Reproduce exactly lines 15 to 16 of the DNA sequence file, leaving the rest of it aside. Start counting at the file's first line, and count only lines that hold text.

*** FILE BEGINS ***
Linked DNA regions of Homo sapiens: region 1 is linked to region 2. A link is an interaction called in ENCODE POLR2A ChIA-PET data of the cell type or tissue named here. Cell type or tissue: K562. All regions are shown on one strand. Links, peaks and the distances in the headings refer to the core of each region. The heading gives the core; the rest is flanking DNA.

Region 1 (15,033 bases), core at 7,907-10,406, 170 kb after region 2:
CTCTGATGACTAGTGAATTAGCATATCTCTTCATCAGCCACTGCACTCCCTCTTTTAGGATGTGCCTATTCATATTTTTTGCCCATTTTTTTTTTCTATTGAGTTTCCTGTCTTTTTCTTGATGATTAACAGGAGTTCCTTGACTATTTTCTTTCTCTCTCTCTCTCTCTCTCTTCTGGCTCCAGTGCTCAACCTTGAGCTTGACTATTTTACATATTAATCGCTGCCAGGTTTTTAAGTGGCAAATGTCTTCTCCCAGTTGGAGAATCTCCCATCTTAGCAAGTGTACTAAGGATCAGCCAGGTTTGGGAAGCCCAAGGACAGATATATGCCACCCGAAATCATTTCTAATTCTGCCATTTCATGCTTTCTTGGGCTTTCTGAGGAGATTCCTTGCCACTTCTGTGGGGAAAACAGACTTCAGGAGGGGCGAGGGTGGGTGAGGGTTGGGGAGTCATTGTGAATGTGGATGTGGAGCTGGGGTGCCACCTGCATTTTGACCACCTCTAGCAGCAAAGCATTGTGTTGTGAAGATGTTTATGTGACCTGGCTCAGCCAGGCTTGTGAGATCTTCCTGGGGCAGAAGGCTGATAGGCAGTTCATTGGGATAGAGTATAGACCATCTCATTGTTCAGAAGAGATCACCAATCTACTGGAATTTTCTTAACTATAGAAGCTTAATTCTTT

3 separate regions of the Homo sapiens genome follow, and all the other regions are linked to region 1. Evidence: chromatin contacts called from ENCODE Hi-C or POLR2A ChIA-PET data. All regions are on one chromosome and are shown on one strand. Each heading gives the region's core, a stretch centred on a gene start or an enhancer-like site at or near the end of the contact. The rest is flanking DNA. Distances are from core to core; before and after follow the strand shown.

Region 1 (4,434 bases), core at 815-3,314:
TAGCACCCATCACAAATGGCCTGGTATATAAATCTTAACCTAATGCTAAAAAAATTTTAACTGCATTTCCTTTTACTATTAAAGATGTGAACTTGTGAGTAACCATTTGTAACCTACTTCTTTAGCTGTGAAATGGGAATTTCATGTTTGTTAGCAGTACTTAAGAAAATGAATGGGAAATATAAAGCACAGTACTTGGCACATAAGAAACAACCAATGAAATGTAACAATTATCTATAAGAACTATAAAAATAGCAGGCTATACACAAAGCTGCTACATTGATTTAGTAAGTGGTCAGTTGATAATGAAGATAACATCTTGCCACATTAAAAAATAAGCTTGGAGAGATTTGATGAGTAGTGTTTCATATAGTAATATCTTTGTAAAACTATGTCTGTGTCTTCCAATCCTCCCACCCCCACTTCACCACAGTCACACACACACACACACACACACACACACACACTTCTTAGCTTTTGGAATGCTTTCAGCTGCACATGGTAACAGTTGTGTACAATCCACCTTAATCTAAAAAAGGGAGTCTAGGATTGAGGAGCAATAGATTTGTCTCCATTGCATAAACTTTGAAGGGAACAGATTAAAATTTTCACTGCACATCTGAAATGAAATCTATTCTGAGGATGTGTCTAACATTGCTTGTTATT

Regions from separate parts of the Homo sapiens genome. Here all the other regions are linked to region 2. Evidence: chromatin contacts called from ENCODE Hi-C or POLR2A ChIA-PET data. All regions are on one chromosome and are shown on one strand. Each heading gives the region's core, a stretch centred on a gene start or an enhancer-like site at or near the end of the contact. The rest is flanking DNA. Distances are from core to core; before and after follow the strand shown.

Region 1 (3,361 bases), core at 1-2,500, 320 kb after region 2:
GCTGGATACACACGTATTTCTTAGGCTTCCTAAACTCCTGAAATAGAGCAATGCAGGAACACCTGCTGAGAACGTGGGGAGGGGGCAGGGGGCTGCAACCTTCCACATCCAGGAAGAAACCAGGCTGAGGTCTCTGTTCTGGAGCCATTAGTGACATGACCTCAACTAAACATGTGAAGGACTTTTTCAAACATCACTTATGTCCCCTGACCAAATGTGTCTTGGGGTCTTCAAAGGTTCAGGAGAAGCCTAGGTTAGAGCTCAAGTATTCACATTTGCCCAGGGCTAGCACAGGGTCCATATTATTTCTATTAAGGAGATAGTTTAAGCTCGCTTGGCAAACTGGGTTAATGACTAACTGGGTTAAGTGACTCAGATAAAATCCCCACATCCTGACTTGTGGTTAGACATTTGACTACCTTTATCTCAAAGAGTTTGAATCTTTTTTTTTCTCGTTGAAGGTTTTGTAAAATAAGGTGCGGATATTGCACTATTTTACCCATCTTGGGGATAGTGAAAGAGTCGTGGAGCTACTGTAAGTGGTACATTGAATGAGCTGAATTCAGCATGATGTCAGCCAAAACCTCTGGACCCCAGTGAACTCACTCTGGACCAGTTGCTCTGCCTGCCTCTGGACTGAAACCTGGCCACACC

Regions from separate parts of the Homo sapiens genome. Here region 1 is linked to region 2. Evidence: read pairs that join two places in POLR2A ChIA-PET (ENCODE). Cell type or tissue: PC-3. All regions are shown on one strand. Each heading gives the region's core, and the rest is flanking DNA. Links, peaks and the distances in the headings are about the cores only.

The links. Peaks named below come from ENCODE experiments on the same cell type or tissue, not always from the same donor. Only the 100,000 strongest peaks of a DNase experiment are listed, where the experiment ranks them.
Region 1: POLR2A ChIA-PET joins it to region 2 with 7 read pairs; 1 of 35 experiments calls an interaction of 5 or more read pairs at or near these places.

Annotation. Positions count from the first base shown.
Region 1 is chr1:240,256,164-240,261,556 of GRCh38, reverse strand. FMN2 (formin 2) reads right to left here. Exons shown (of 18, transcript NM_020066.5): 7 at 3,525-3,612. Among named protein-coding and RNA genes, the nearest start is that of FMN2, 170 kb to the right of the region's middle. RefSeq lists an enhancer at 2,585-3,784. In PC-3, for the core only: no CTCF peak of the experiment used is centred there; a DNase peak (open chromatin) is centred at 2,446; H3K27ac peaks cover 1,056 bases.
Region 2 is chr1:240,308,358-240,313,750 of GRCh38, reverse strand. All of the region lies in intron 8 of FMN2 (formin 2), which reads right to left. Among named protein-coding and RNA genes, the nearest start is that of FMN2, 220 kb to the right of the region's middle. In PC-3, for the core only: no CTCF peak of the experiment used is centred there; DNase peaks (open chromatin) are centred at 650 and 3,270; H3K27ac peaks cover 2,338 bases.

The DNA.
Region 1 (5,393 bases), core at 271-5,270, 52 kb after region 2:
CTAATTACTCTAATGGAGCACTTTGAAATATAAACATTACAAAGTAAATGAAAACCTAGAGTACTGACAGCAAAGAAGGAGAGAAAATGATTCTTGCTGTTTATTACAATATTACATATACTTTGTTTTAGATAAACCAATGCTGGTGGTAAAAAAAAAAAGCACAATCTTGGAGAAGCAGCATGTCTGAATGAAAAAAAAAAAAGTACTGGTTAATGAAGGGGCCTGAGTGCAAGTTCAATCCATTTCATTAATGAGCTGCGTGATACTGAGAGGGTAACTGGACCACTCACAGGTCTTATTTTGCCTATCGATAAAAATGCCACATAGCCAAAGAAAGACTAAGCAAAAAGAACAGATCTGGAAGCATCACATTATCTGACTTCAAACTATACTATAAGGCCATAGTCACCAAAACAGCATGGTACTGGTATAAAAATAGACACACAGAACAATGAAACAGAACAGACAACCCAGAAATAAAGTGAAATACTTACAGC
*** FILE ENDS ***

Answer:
Region 2 is chr1:240,308,358-240,313,750 of GRCh38, reverse strand. All of the region lies in intron 8 of FMN2 (formin 2), which reads right to left. Among named protein-coding and RNA genes, the nearest start is that of FMN2, 220 kb to the right of the region's middle. In PC-3, for the core only: no CTCF peak of the experiment used is centred there; DNase peaks (open chromatin) are centred at 650 and 3,270; H3K27ac peaks cover 2,338 bases.

The DNA.